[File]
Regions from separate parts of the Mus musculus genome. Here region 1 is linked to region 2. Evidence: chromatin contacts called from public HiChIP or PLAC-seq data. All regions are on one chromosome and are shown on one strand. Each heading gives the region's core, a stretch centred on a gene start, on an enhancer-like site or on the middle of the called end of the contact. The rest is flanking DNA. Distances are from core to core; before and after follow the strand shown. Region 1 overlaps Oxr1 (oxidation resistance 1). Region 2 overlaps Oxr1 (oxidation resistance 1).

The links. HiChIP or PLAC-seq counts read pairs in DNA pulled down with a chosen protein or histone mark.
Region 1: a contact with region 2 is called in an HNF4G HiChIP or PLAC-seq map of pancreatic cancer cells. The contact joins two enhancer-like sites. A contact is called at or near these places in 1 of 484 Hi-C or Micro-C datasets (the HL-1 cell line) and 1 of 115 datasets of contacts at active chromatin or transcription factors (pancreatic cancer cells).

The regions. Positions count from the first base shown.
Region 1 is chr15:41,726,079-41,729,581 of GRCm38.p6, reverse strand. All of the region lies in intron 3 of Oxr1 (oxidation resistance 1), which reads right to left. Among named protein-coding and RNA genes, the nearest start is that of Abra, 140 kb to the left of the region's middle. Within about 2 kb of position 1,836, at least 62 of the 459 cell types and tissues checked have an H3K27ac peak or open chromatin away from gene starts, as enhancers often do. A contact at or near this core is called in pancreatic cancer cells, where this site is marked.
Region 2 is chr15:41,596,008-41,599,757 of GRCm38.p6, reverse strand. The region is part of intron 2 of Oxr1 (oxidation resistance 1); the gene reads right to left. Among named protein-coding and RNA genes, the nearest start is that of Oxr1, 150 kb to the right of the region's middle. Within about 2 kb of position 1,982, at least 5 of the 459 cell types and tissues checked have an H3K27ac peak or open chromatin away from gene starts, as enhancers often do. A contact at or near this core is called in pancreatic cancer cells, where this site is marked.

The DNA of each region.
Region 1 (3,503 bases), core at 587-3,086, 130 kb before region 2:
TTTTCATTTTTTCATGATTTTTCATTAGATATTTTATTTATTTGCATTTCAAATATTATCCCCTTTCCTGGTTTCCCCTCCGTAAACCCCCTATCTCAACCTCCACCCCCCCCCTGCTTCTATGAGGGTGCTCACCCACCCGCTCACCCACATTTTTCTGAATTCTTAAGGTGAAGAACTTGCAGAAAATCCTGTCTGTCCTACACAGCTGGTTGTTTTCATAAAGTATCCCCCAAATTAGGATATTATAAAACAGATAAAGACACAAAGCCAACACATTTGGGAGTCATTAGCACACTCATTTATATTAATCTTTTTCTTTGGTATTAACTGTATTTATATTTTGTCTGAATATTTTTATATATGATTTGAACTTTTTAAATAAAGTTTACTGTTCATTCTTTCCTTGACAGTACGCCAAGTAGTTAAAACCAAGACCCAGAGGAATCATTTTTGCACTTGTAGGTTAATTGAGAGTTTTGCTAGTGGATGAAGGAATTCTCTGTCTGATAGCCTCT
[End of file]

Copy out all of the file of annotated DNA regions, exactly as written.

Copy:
Regions from separate parts of the Mus musculus genome. Here region 1 is linked to region 2. Evidence: chromatin contacts called from public HiChIP or PLAC-seq data. All regions are on one chromosome and are shown on one strand. Each heading gives the region's core, a stretch centred on a gene start, on an enhancer-like site or on the middle of the called end of the contact. The rest is flanking DNA. Distances are from core to core; before and after follow the strand shown. Region 1 overlaps Oxr1 (oxidation resistance 1). Region 2 overlaps Oxr1 (oxidation resistance 1).

The links. HiChIP or PLAC-seq counts read pairs in DNA pulled down with a chosen protein or histone mark.
Region 1: a contact with region 2 is called in an HNF4G HiChIP or PLAC-seq map of pancreatic cancer cells. The contact joins two enhancer-like sites. A contact is called at or near these places in 1 of 484 Hi-C or Micro-C datasets (the HL-1 cell line) and 1 of 115 datasets of contacts at active chromatin or transcription factors (pancreatic cancer cells).

The regions. Positions count from the first base shown.
Region 1 is chr15:41,726,079-41,729,581 of GRCm38.p6, reverse strand. All of the region lies in intron 3 of Oxr1 (oxidation resistance 1), which reads right to left. Among named protein-coding and RNA genes, the nearest start is that of Abra, 140 kb to the left of the region's middle. Within about 2 kb of position 1,836, at least 62 of the 459 cell types and tissues checked have an H3K27ac peak or open chromatin away from gene starts, as enhancers often do. A contact at or near this core is called in pancreatic cancer cells, where this site is marked.
Region 2 is chr15:41,596,008-41,599,757 of GRCm38.p6, reverse strand. The region is part of intron 2 of Oxr1 (oxidation resistance 1); the gene reads right to left. Among named protein-coding and RNA genes, the nearest start is that of Oxr1, 150 kb to the right of the region's middle. Within about 2 kb of position 1,982, at least 5 of the 459 cell types and tissues checked have an H3K27ac peak or open chromatin away from gene starts, as enhancers often do. A contact at or near this core is called in pancreatic cancer cells, where this site is marked.

The DNA of each region.
Region 1 (3,503 bases), core at 587-3,086, 130 kb before region 2:
TTTTCATTTTTTCATGATTTTTCATTAGATATTTTATTTATTTGCATTTCAAATATTATCCCCTTTCCTGGTTTCCCCTCCGTAAACCCCCTATCTCAACCTCCACCCCCCCCCTGCTTCTATGAGGGTGCTCACCCACCCGCTCACCCACATTTTTCTGAATTCTTAAGGTGAAGAACTTGCAGAAAATCCTGTCTGTCCTACACAGCTGGTTGTTTTCATAAAGTATCCCCCAAATTAGGATATTATAAAACAGATAAAGACACAAAGCCAACACATTTGGGAGTCATTAGCACACTCATTTATATTAATCTTTTTCTTTGGTATTAACTGTATTTATATTTTGTCTGAATATTTTTATATATGATTTGAACTTTTTAAATAAAGTTTACTGTTCATTCTTTCCTTGACAGTACGCCAAGTAGTTAAAACCAAGACCCAGAGGAATCATTTTTGCACTTGTAGGTTAATTGAGAGTTTTGCTAGTGGATGAAGGAATTCTCTGTCTGATAGCCTCT